Barry Fleming pauses during Congress race to stop in Madison
By Greg Sullivan
Not exactly a fish out of water, a conservative Republican from Harlem..., the suburb of heavily-conservative Augusta, visited Madison Thursday afternoon during his week-long tour of the 10th Congressional District as his campaign for US Congress picks up steam.
Barry Fleming, currently Majority Whip of the Georgia House of Representatives, said he believes he's got what it takes to unseat incumbent Paul Broun from his spot on the congressional aisle in Washington, D.C. Meanwhile, Broun has barely had time to get his seat warm, having fairly recently won a special congressional election last summer following the death of Congressman Charlie Norwood.
The conditions of the current congressional race became a very predictable scenario once Broun shocked political talking heads across the country by winning last year's special election over heavily-favored fellow Republican candidate Jim Whitehead. Many who backed Broun in that election were from Athens, a heavily Democratic part of the district. Since both candidates in the run-off were Republicans, it is assumed by many that some Democratic voters helped sway the election in Broun's favor.
In a traditional election, though, like this time around, Democrats and Republicans will have a July primary to choose a party nominee which should take out at least some variables present in last year's special election. So since the last election the thinking has been that a Republican would come along and paint themselves as more conservative than Broun in order to edge Broun in the primary and take the conservative-leaning district.
Fleming's talking points may mean he fits the bill as he met for a campaign-arranged barber shop interview at Bulldog Barbershop in downtown Madison Thursday afternoon.
Having just finished lunch at Ye Olde Colonial, a place where Broun went for publicity just a couple weeks before, Fleming entered the shop with a friendly and engaging demeanor. Then he talked about what he called this campaign's key issues.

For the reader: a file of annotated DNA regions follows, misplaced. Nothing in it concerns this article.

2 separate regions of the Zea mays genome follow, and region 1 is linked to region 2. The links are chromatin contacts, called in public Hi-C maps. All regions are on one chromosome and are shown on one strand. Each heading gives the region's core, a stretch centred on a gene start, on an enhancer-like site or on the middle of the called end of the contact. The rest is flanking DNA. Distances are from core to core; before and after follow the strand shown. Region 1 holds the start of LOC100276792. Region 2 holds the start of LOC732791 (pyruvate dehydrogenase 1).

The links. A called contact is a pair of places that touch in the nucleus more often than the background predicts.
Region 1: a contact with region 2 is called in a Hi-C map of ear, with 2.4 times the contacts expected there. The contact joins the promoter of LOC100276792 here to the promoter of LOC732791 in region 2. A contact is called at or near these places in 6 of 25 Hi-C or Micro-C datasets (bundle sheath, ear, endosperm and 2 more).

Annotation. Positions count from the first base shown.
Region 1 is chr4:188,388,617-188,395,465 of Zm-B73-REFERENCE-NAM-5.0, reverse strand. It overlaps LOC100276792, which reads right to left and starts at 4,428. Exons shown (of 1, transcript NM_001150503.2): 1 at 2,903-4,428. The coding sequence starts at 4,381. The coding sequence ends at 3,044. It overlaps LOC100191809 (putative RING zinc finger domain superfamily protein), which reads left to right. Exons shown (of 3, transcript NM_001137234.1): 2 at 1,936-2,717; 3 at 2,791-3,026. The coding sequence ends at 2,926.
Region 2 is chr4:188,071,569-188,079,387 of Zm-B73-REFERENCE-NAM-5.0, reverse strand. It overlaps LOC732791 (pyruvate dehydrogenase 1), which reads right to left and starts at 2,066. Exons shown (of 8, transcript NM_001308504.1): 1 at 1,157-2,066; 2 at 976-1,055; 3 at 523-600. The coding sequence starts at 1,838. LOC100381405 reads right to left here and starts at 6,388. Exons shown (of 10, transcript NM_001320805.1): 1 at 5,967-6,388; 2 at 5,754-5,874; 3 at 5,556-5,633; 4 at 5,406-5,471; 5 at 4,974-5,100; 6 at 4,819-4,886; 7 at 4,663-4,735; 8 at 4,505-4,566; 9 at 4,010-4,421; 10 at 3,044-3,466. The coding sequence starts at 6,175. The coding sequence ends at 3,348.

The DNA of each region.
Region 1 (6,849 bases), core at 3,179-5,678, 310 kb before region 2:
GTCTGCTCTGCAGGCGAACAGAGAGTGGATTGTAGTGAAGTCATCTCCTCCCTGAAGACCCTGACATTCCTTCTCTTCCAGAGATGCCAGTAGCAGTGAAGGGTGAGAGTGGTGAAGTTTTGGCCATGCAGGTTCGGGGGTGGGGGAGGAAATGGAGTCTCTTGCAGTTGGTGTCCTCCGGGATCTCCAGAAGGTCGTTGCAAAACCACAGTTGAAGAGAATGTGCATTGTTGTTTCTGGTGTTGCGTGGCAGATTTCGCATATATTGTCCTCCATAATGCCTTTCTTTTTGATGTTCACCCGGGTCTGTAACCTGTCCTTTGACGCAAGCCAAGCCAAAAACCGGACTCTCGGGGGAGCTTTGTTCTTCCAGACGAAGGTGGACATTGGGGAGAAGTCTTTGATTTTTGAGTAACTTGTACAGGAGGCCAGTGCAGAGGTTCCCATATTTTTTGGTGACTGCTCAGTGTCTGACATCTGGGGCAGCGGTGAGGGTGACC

"This is a conservative district and that's what I've been all my life," Fleming said, not making it a secret that he believes the big hurdle to winning the congressional seat will be winning the Republican primary and knocking off Broun. "The big race I believe will be the primary in July," he said before he quickly asserted that he's the more conservative of the two candidates.
The key issues this time around, he said, are maintaining traditional family values, including, he said, his definition of marriage as being a union between a man and a woman; solving economic problems by lowering taxes and finding a solution to rising gas prices.
Fleming said solving the current gas problem requires both short-range and long-range solutions.
"We need to be less dependent on foreign oil," Fleming said. He suggested limiting or removing federal gas taxes in the short-term. Also, he suggests drilling for oil in Alaska and in off-shore areas, he said, that right now are not being taken advantage of.In the long-run, he said the solution is conservation and nuclear power.
"I have always been a big proponent of nuclear power," he said.
To distinguish himself from Broun, Fleming alleged he has a more conservative voting record on issues including child pornography, veterans education and illegal immigrants relating to their obtaining of federal housing, citing various bills.
"This will be a true Republican primary," Fleming said. He added that Broun won't be able to rely on the votes of Democrats this go-round.
Fleming said currently his fundraising is going well and he has found a lot of support for his campaign. He said he plans to continue traveling the district.